Prioritize events either by potential impact or estimated frequency. Consider events that correspond to hardware failures like servers dying, software failures like malformed responses, and non-failure events like a spike in traffic or a scaling event.

Develop your Hypothesis

Choose your hypothesis based on the measurements of output representing or proxying steady state behavior, such as throughput, error rates, and latency percentiles. It’s important to note that hypotheses are trying to detect real unknowns, rather than error occurrences you already know to be predictable. An example hypothesis might be: : “When X occurs, the steady state of our system remains stable.” It is ok if this hypothesis fails in the beginning of the chaos experiment as the goal is to resolve the errors, alerts, and so on so that it becomes true.

Introduce Realistic Stressors

It’s time to introduce your ‘chaos.’ Your aim is to stimulate realistic stressors — or variables — that will alter your steady state toward latency, degraded performance, or failure. Consider events that could occur within hardware and software, like server crashes or malformed responses, or external events such as traffic spikes or severed connections. These stressors will then provide necessary information about the resilience of your systems.

Validate your Hypothesis

If you’ve found differences between your steady state metrics and those after you’ve initiated your stressors, your chaos experiment was successful. At this point you can identify where you need to strengthen for large scale scenarios. Alternatively, you may also consider no statistically significant difference between metrics a ‘win’— you can walk away with confidence in your existent structure.

Automation in Chaos Engineering

Both at the start of chaos experimentation, and when faced with complex and perhaps expensive system upgrades, manual failure testing is typically the route to go down. However for advanced chaos engineers, automated failure testing can provide benefits manual implementation cannot.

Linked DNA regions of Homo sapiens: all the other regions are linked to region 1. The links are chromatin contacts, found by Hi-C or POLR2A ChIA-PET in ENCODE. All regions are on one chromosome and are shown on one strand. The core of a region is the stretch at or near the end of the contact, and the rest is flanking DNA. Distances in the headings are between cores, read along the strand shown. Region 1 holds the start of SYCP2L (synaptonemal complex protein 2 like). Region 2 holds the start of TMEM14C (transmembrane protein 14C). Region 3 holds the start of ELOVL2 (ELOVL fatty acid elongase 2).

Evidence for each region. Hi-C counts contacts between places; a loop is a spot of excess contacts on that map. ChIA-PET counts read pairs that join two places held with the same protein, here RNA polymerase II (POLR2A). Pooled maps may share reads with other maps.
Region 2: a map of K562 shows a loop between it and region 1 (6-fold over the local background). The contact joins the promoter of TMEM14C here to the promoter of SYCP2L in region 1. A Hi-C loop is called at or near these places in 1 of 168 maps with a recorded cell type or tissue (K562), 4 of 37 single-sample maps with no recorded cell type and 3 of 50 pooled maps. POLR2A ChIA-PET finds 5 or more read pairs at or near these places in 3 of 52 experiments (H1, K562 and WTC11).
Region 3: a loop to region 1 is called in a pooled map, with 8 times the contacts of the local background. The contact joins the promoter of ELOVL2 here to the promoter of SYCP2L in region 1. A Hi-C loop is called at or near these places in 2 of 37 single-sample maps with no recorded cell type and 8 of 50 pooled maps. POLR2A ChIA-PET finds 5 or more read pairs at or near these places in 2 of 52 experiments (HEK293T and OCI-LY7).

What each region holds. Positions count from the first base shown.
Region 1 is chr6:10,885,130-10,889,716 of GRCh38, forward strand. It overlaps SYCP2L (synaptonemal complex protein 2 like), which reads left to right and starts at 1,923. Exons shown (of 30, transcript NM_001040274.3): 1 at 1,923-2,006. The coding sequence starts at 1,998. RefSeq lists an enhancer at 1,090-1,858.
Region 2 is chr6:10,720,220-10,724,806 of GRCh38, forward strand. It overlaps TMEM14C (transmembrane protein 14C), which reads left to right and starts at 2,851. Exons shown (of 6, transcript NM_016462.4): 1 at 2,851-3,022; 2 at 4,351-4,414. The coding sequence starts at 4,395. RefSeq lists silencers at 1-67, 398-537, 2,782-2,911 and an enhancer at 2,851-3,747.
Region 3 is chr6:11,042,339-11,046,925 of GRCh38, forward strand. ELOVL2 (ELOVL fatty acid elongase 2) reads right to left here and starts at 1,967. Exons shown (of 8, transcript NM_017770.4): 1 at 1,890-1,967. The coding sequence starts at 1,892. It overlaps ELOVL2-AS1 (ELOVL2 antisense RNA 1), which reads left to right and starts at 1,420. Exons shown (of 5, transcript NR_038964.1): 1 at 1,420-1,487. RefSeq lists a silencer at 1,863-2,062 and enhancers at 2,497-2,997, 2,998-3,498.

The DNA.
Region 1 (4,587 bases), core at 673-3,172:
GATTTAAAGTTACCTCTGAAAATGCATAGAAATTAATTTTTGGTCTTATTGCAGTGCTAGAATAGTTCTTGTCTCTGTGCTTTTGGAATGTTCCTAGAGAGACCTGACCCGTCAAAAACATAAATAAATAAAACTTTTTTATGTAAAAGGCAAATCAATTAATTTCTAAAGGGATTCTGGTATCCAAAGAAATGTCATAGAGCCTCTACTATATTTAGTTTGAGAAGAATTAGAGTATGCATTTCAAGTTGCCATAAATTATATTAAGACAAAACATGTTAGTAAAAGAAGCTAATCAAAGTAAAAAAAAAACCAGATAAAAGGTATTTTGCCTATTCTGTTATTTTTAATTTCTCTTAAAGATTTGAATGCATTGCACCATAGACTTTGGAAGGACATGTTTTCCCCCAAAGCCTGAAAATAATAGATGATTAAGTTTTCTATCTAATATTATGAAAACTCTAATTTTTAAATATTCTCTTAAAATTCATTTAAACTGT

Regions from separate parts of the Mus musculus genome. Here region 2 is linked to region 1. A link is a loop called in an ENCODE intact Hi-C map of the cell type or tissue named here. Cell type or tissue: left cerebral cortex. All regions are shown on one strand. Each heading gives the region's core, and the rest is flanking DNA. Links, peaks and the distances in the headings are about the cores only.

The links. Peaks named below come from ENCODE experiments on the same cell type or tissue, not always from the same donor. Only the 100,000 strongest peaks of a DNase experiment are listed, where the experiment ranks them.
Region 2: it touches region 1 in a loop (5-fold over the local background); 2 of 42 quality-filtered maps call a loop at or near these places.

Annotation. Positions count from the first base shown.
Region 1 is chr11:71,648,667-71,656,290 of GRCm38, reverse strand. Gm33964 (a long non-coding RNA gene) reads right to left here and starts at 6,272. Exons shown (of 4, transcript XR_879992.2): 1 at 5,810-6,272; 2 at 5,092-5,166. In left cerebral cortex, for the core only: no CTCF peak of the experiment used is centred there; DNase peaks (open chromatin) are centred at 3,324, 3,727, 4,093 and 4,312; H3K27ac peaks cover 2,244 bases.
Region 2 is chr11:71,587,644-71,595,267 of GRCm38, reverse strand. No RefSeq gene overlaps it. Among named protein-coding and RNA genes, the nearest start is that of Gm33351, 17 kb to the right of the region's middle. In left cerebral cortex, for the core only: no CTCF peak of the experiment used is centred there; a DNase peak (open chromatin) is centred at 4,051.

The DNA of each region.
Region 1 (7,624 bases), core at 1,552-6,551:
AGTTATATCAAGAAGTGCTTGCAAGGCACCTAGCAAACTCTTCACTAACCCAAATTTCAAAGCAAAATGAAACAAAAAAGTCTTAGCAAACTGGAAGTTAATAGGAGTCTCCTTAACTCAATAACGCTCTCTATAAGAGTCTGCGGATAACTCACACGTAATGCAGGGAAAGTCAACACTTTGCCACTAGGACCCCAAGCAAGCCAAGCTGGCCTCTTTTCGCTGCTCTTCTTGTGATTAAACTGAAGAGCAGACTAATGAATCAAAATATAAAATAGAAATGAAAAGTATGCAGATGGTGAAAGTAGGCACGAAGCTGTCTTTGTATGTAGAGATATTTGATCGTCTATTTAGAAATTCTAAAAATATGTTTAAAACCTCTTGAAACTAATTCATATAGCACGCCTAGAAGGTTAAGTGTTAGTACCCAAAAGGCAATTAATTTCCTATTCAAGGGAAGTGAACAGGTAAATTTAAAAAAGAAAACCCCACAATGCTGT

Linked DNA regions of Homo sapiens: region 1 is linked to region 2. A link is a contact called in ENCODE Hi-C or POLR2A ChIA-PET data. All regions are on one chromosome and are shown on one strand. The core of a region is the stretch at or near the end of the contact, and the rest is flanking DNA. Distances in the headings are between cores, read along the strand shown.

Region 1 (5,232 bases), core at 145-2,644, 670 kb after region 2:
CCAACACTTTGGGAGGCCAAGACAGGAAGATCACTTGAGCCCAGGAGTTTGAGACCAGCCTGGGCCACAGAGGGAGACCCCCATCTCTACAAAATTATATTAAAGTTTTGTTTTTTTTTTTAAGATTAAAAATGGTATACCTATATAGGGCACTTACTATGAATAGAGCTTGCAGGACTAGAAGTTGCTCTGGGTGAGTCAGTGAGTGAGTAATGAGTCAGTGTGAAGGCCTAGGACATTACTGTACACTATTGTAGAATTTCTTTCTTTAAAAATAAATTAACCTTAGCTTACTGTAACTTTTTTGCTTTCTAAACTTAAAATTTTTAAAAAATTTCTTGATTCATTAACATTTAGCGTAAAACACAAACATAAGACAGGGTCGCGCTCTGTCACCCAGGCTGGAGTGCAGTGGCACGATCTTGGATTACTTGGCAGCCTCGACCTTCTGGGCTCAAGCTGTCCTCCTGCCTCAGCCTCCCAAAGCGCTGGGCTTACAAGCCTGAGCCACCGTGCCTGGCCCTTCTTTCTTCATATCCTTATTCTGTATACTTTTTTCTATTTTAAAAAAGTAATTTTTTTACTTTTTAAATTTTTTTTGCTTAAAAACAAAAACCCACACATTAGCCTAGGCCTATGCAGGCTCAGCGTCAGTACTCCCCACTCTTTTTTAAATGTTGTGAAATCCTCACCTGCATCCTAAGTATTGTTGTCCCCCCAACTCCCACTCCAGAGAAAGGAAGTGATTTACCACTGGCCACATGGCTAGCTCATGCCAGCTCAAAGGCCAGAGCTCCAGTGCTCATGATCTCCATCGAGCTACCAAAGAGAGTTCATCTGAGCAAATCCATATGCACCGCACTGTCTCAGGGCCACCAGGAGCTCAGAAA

Automated experiments will increase confidence in systems by providing a consistent source of data at regulated times, and “at scale.” It can further save teams money and time, which allows engineers to experiment with more complex systems manually.

Chaos Engineering Tools

Below is a brief list outlining the most common tools available, each with their own benefits and limitations. It’s important to carefully vet your tools and align them with your system and business goals before commencing an experiment.


Gremlin is a major player in the Chaos Engineering space, as they provide likely the most user-friendly, transparent tool. They help software engineers create safe and resilient systems with highly manipulatable infrastructure attack models.

Application Specialty: Most user-friendly for public cloud or personal data.

Chaos Monkey

The first and most widely known chaos tool, Chaos Monkey was released to the world in 2012 by Netflix and today has the longest development history. It requires users to use only Spinnaker to manage applications, and some say it has limited control over blast radius.

Application Speciality: Cloud system failures.

Chaos Blade

Created by Alibaba, Chaos Blade supports a wide range of operating platforms, provides dozens of attack targets, and supports application-level fault injection.

Application Speciality: Based on failures of 10 years at Alibaba; distributed system fault tolerance.

Chaos Mesh

Chaos Mesh is a Kubernetes-native tool that lets you deploy and manage your experiments as Kubernetes resources, also known as a Cloud Native Computing Foundation (CNCF) sandbox project. It supports 17 unique attacks, and it allows you to fine-tune your blast radius by disrupting pod-to-pod communication.

Application Specialty: Designed to easily kill Kubernete pods & simulates latencies.


Litmus is also a Kubernetes-native tool and a CNCF sandbox project and allows for an easy plug and play with a chaos Operator and the CRDs (CustomResourceDefinitions).

Application Specialty: Complete framework within the Kubernetes system; ideal for Site Reliability engineers.